• Hannah macey

The thyroid…. What is its job, what can go wrong and why test it?

Updated: Jan 4

What does the thyroid do? The thyroid, which is a part of the endocrine system, is located below your Adam's apple and is a butterfly-shaped powerhouse that is responsible for the bodies metabolism. It produces a hormone called thyroxine (T4). This is then converted by an enzyme to the active form, triiodothyronine, (T3) which is used by the bodies cells (1,2). The hypothalamus and pituitary glands will then control the amount of thyroid hormone that is produced daily. They monitor the number of thyroid hormones circulating in the body and tell the thyroid gland when more thyroid-stimulating hormone (TSH) is needed (1). Clever right?

This tiny, yet very important gland produces hormones that are crucial in maintaining your metabolism and aiding the regulation of other hormonal systems in the body.

What happens when there is an imbalance? Many factors can be at play when dysfunction in the thyroid occurs, but when they do you can get:

  • Hashimoto, which is a form of autoimmune hypothyroidism. This occurs when the body mistakenly attacks the thyroid gland, leading to the thyroid not making enough hormones. This is very common in women (5).

  • Hypothyroidism or low thyroid is when the thyroid gland is not producing and secreting enough T4 hormone into the body. This is a very common condition in women, the elderly and those with an autoimmune disorder (7).

  • Hyperthyroidism is when the thyroid gland produces too many thyroid hormones - common in women during pregnancy, menopause and the over 50s (2,6).

Now let's talk about testing

So why is this not giving us a full picture? and what does the thyroid panel testing show?


If you suffer from the common symptoms of a thyroid problem, your GP will normally perform a blood test showing the levels of TSH and sometimes will test T4 levels. If the levels are too imbalanced, high or low, a diagnosis is given, alongside medication. These tests will aid the diagnosis of a thyroid imbalance along with the symptoms, yes, but these also do not measure the thyroid autoantibodies, which are associated with autoimmune thyroid conditions like Hashimoto's and reverse T3, which prevents the active hormone T3, getting to cells where it needs to be (1).

What these private tests show is that you can have “normal” levels of the thyroid markers, T4 and TSH but have abnormal Reverse T3 levels. If these are high, then the metabolic rate of the body dips and symptoms like fatigue and weight gain show (8). Thyroid markers can also be shown as normal, yet you could have low levels of T3 (the active thyroid hormone) or elevated autoantibodies which have a similar effect to hypothyroid conditions.(1)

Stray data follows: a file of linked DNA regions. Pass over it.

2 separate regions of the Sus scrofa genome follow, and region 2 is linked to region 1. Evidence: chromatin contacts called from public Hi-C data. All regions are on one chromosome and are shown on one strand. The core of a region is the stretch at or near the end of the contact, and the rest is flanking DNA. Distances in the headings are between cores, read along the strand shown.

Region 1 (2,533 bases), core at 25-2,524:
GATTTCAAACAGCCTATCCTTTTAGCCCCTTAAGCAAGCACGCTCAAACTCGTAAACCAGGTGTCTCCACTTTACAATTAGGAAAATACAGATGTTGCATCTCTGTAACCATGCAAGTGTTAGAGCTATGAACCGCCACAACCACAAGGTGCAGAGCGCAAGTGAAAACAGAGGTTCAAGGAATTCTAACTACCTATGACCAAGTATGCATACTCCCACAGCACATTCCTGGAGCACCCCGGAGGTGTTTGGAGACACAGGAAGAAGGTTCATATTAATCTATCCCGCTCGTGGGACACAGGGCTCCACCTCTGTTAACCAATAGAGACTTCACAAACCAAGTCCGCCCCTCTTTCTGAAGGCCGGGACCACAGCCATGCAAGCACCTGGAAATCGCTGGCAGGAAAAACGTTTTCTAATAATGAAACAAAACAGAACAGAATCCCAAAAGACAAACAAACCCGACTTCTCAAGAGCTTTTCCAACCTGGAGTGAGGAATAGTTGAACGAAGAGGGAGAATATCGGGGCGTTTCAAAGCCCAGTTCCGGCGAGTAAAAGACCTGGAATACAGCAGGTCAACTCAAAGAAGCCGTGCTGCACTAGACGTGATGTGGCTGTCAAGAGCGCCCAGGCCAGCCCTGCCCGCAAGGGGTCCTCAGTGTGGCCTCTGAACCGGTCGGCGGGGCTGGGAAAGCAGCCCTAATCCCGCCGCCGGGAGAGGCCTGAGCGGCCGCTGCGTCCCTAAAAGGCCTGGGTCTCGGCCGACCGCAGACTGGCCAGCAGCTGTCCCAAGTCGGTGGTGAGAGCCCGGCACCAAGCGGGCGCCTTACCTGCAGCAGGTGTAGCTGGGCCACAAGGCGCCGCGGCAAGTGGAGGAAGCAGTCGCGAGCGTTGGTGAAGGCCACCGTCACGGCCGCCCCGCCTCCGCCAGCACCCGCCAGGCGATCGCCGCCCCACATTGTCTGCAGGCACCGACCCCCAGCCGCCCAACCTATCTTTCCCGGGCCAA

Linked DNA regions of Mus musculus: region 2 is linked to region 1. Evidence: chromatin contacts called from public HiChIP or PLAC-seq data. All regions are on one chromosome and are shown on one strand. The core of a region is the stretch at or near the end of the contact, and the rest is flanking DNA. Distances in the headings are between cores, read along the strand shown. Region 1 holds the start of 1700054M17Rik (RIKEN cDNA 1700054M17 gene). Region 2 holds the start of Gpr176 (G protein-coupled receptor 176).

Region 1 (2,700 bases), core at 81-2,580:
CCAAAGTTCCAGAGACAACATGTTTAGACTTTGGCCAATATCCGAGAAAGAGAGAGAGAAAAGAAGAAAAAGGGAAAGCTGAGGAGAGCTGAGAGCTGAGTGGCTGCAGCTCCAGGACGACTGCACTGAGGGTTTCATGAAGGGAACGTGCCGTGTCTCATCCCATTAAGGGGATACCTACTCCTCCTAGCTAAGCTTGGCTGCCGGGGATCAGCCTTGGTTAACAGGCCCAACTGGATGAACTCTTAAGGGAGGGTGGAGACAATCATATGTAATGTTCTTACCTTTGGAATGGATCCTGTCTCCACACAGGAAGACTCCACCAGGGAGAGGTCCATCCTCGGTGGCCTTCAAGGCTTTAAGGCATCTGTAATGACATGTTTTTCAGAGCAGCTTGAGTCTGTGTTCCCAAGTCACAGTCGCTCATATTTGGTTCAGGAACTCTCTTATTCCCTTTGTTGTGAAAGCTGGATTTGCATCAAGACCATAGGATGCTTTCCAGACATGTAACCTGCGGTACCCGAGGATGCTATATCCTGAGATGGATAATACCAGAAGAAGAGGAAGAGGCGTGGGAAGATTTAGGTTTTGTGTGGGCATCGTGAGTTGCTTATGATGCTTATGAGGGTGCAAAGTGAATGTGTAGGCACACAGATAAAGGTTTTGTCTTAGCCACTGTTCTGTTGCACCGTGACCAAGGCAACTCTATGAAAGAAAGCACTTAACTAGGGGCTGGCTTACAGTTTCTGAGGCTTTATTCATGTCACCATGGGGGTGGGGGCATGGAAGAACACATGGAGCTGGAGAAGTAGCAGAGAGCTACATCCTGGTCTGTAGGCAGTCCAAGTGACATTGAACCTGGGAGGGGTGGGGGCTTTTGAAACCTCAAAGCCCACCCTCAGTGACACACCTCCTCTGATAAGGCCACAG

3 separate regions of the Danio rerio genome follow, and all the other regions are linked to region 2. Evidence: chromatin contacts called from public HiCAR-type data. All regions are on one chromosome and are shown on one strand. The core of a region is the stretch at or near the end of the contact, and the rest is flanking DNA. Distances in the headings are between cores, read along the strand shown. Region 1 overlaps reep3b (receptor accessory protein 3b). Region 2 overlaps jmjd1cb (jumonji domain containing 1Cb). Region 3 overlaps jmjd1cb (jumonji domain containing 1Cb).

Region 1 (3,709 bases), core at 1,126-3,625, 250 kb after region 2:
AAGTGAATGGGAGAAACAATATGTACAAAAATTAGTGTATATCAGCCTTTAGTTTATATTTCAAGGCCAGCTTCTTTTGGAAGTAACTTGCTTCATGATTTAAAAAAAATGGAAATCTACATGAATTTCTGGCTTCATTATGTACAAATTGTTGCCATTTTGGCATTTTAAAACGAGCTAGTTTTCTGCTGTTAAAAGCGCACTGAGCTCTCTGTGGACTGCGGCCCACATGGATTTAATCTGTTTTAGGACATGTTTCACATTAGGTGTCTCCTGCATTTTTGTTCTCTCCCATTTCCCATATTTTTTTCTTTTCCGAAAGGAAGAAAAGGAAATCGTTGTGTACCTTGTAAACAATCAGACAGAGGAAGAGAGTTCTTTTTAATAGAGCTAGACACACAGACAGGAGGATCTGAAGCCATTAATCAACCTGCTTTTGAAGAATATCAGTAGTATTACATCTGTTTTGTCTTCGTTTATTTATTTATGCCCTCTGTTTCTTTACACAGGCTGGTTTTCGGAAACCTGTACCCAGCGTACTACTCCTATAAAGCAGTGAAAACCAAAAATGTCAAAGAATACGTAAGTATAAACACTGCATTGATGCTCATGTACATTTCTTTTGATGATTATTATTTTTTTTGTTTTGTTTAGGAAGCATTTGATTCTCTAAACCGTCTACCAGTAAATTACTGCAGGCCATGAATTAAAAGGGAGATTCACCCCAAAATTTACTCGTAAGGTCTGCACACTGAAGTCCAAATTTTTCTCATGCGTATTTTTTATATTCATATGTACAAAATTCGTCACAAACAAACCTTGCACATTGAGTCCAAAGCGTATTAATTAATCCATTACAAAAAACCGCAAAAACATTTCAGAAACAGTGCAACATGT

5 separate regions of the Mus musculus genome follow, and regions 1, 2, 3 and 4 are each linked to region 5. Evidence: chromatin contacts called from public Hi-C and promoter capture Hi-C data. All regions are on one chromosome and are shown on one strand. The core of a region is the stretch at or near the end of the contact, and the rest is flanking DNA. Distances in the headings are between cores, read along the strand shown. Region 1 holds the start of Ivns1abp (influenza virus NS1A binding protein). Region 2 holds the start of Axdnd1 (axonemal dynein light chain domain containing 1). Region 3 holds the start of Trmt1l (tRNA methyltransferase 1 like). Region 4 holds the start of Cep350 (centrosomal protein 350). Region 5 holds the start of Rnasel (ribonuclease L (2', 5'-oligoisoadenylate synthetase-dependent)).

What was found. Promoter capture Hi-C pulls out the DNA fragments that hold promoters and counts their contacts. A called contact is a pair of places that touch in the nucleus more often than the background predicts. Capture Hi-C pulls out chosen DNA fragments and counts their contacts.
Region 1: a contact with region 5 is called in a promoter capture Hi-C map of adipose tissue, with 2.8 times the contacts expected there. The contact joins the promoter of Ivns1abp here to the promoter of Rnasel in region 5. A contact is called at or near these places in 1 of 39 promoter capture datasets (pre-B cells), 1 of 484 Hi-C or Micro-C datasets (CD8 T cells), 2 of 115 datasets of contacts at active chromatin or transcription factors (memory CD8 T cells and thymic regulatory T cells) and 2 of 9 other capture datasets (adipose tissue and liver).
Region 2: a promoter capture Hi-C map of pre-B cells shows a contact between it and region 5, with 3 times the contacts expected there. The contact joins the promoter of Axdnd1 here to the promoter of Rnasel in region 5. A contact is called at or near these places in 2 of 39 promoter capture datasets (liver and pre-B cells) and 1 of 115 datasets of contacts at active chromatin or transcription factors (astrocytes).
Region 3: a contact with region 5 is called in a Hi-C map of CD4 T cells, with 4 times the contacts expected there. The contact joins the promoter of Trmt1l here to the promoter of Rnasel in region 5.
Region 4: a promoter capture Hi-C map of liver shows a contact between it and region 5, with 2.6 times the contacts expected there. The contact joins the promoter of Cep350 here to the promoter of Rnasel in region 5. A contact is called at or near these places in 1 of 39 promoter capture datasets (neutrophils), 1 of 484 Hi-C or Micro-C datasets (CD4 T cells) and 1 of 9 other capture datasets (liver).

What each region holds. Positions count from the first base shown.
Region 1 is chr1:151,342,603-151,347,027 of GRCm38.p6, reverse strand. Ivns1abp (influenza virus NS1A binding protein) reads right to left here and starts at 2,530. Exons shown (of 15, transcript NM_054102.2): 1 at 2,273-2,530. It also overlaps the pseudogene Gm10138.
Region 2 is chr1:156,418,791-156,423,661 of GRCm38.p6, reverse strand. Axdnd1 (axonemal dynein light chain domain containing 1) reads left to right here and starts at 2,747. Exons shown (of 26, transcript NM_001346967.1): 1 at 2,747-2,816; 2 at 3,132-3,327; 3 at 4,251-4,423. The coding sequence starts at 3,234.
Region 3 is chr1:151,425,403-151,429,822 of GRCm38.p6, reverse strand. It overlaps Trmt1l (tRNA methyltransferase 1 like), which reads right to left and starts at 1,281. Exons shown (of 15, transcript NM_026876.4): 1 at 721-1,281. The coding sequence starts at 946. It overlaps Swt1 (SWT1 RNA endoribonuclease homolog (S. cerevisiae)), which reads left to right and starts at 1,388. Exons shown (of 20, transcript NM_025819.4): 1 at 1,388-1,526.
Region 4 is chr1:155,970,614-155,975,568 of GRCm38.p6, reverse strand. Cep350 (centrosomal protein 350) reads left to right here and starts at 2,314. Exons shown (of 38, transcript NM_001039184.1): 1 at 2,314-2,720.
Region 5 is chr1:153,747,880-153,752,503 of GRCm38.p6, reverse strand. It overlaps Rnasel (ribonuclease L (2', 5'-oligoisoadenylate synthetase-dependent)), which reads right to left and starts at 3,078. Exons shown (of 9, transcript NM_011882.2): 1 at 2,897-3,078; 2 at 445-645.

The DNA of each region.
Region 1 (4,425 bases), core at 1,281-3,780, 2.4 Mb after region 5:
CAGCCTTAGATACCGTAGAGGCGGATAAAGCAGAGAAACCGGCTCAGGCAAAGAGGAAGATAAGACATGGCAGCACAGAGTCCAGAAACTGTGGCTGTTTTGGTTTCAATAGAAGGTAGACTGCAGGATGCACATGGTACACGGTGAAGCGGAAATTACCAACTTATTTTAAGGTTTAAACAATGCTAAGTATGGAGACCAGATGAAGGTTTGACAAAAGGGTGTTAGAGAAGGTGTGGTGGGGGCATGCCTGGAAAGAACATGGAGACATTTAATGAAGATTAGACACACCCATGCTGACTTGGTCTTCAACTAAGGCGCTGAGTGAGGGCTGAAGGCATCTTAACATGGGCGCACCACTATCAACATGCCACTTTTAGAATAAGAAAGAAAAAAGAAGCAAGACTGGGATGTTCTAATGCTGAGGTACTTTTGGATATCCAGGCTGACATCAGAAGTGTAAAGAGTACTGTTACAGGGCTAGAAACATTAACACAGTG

So, if you are being told your thyroid levels are in the normal range, yet are still experiencing symptoms such as the ones shown in the chart, then it may be worth speaking to a trained Nutritional Therapist or Nutritionist. They can help get a private test and support the findings. Companies such as Genova Diagnostics and Regnerus, range between £99-£188, with additional consultations needed for interpretation (8) . Here are a few nutritional tips on supporting the most common form of thyroid disorder,


Hypothyroidism: FOODS rich in iodine, selenium, iron and essential vitamins 🥚 Eggs = Iodine and Selenium. 🥩 Meats = Selenium. All meats include chicken, lamb, turkey, beef. 🍣 Fish = Iron and omega 3 fatty acid and vitamin D, which are just good all round. All types of seafood. 🥒 Vegetables. All as they are full of essential vitamins and minerals. Mushrooms have good levels of selenium. Seaweed is one of the best natural sources of iodine. BUT, avoid eating raw cruciferous veg though, ensure they’re lightly steamed (cruciferous veg = arugula, bok choy, broccoli, Brussels sprouts, cabbage, cauliflower, collard greens). 🍏 Fruits = Essential vitamins and minerals. Bananas are higher in selenium than other fruit. 🍚 Grains = Iron, zinc and B vitamins. Rice, spelt, quinoa, oats 🥜 Nut and seeds = Selenium, zinc. Chia seeds, sunflower and pumpkin seeds, flax seeds, peanuts and brazil nuts. 💊 Supplement support can be very effective, I love the BioCare thyroid complex (https://www.biocare.co.uk/thyroid-complex) but the diet should always be considered first (1,2,3). I hope this has made the magical world of the thyroid a little less daunting and confusing, next week I will be chatting about thyroid and pregnancy and why it is becoming common to see a thyroid condition develop during or after pregnancy.


References

1. Beirne A, Nicolle L. Biochemical imbalances in disease.

2. Walker A. Case studies in personalized nutrition.

3. Murray M, Pizzorno J, Pizzorno L. The encyclopaedia of healing foods. London: Piatkus; 2008.

4. Schmidt R, LoPresti J, McDermott M, Zick S, Straseski J. Does Reverse Triiodothyronine Testing Have Clinical Utility? An Analysis of Practice Variation Based on Order Data from a National Reference Laboratory. Thyroid. 2018;28(7):842-848.

5. Caturegli P, De Remigis A, Rose N. Hashimoto thyroiditis: Clinical and diagnostic criteria. Autoimmunity Reviews. 2014;13(4-5):391-397.

6. Johnson J, Felicetta J. Hyperthyroidism: A Comprehensive Review. Journal of the American Academy of Nurse Practitioners. 1992;4(1):8-14.

7. Biondi B, Cooper D. Thyroid hormone therapy for hypothyroidism. Endocrine. 2019;66(1):18-26.

8. Thyroid Test | Comprehensive Thyroid Assessment [Internet]. Gdx.net. 2022 [cited 4 January 2022]. Available from: https://www.gdx.net/product/comprehensive-thyroid-hormone-test-blood

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